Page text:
Atterberg, Kurt (Magnus)

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Atterberg, Kurt (Magnus)

Atterberg, Kurt (Magnus), eminent Swedish composer; b. Gòteborg, Dec. 12, 1887; d. Stockholm, Feb. 15, 1974. He studied composition at the Stockholm Cons, with Hallen, and in Berlin with Schillings (1910–12). In 1913 he was appointed conductor at the Drama Theater in Stockholm, holding this post until 1922. In 1919 he began writing music criticism and continued to contribute to Stockholm newspapers until 1957. Concurrently he was also employed at the Swedish patent office (1912–68) and served as secretary of the Royal Swedish Academy of Music in Stockholm (1940–53). He was one of the founders of the Soc. of Swedish Composers in 1924, and was on its board until 1947. During all this time, he composed with inexhaustible energy, producing works in all genres in scores marked by precision of form and technique. Atterberg’s name attracted unexpected attention when he was declared winner of the ill-conceived Schubert Centennial Contest organized in 1928 by the Columbia Phonograph Co., with the declared intention to finish Schubert’s Unfinished Symphony. The entire venture was severely criticized in musical circles as an attempt to derive commercial advantage under the guise of an homage to a great composer. Rumors spread that Atterberg had deliberately imitated the style of composition of some members of the jury (Glazunov, Alfano, Nielsen) in order to ingratiate himself with them so as to secure the prize, but Atterberg denied any such suggestion, pointing out that he knew the names only of those in the jury from the Nordic zone, whereas the international membership comprised 10 national zones. Furthermore, the sym. he had submitted was written in a far more advanced style than Atterberg’s previous symphonic works and was certainly much more modern than any music by the jury members, using as it did such procedures as polytonality. There can be no doubt, however, that Atterberg was a master technician of his craft, and that his music had a powerful appeal. That it never gained a wider audience can be ascribed only to an unfathomable accident of world culture.


DRAMATIC: Opera (all first perf. in Stockholm): Harvard Harpolekare (Harvard the Potter; 1915-17; Sept. 29, 1919; rev. as Harvard der Harfner and perf. in German at Chemnitz, 1936; a later ver. with new 3rd act perf. in Linz, June 14, 1952); Backahasten (1923-24; Jan. 23, 1925); Fanal (1929-32; Jan. 27, 1934); Aladdin (1936-41; March 18, 1941); Stormen, after Shakespeare’s Tempest (1946-47; Sept. 19, 1948). Ballet: Per Svinaherde (Peter the Swineherd; 1914-15); De fåvitska jungfru-rna, ballet-pantomime (The Wise and Foolish Virgins; Paris, Nov. 18, 1920). ORCH.: 9 numbered syms.: No. 1 (1909-11; Stockholm, Jan. 10, 1912), No. 2 (1911-13; Stockholm, Feb. 11, 1912), No. 3 (1914-16; Stockholm, Nov. 28, 1916), No. 4, Sinfonia piccola (1918; Stockholm, March 27, 1919), No. 5, Sinfonia funèbre (1919-22; Stockholm, Jan. 6, 1923), No. 6 (1927-28; Stockholm, Oct. 15, 1928), No. 7, Sinfonia romantica (1942; Frankfurt am Main, Feb. 14, 1943), No. 8 (1944; Helsinki, Feb. 9, 1945), and No. 9, Sinfonia visionaria, for Mezzo-soprano, Baritone, Chorus, and Orch. (1955-56; Helsinki, Feb. 26, 1957); also a Sinfonia for Strings (1952–53); 9 suites, among them No. 3, for Violin, Viola, and Strings (1917), No. 4, Turandot (1921), No. 5, Suite barocco (1922), and No. 8, Suite pastorale (1931); Rhapsody for Piano and Orch. (1909); Violin Concerto (1913; Gòteborg, Feb. 11, 1914); Cello Concerto (1917-22; Berlin, Jan. 6, 1923); 2 Suites for the play Stormen, after Shakespeare’s Tempest: No. 1 (1921; rev. 1962-63) and No. 2 (1964–65); Rondeau rétrospectif (1926); Horn Concerto (1926; Stockholm, March 20, 1927); Piano Concerto (1927-35; Stockholm, Jan. 12, 1936); Alven (The River), symphonic poem (1929–30); Varmlandsrhapsodie for Selma Langer-lof’s 75th birthday (Swedish Radio, Nov. 20, 1933); Ballad and Passacaglia (1936); Rondeau caractéristique (1939–40); Indian Tunes (1950); Ballad utan ord (Ballad without Words; 1957-58); Concerto for Violin, Cello or Viola, and Orch. (1959-60; ver. with String Orch., 1963); Vittorioso (1962); Adagio amoroso for Flute and Strings (1967). CHAMBER: 2 string quartets (1915, 1937); Cello Sonata (1925); Piano Quintet (1927); Variations and Fugue for String Quartet (1943); Trio concertante for Violin, Cello, and Harp (1959-60; rev. 1965). VOCAL: Requiem (1913); Järnbara-land, cantata (1919).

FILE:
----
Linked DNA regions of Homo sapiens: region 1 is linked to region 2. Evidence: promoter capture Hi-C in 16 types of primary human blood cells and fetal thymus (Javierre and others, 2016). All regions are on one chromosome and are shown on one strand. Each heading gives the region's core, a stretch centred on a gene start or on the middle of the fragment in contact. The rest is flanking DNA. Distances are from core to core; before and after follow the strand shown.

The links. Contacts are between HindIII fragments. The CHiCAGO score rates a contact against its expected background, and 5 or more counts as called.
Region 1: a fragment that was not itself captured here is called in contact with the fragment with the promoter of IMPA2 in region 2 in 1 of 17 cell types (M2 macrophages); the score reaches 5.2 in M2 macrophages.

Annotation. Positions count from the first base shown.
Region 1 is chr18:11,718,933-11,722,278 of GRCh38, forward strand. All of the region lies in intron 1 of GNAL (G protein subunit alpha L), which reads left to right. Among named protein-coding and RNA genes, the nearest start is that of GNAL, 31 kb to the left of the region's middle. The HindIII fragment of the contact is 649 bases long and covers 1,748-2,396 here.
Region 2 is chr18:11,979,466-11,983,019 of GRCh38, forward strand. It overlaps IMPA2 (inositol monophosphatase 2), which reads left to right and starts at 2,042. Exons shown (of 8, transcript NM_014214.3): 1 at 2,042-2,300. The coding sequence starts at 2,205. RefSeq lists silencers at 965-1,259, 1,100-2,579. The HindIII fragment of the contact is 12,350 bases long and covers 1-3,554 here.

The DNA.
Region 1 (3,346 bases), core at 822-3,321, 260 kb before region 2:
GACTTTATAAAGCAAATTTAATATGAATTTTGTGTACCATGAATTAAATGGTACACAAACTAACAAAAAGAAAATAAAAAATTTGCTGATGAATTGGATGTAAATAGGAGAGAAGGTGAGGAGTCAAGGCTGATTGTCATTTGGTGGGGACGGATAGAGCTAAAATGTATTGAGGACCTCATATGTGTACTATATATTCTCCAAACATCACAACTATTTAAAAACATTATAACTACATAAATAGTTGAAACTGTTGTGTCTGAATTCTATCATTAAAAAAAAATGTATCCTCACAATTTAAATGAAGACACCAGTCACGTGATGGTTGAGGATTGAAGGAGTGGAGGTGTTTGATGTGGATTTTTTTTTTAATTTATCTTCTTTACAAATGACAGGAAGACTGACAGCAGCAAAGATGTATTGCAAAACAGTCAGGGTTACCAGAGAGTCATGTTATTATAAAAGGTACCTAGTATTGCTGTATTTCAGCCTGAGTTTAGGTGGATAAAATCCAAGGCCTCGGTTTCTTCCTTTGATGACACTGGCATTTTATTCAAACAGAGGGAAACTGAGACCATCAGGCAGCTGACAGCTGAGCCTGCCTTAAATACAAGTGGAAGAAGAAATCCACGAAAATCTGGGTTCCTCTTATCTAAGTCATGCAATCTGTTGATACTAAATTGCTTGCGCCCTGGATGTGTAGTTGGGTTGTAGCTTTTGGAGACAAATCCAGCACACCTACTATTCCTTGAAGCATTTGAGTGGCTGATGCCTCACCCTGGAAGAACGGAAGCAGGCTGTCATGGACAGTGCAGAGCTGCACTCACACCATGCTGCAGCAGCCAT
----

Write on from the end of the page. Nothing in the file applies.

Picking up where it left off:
—Nicolas Slonimsky/Laura Kuhn/Dennis McIntire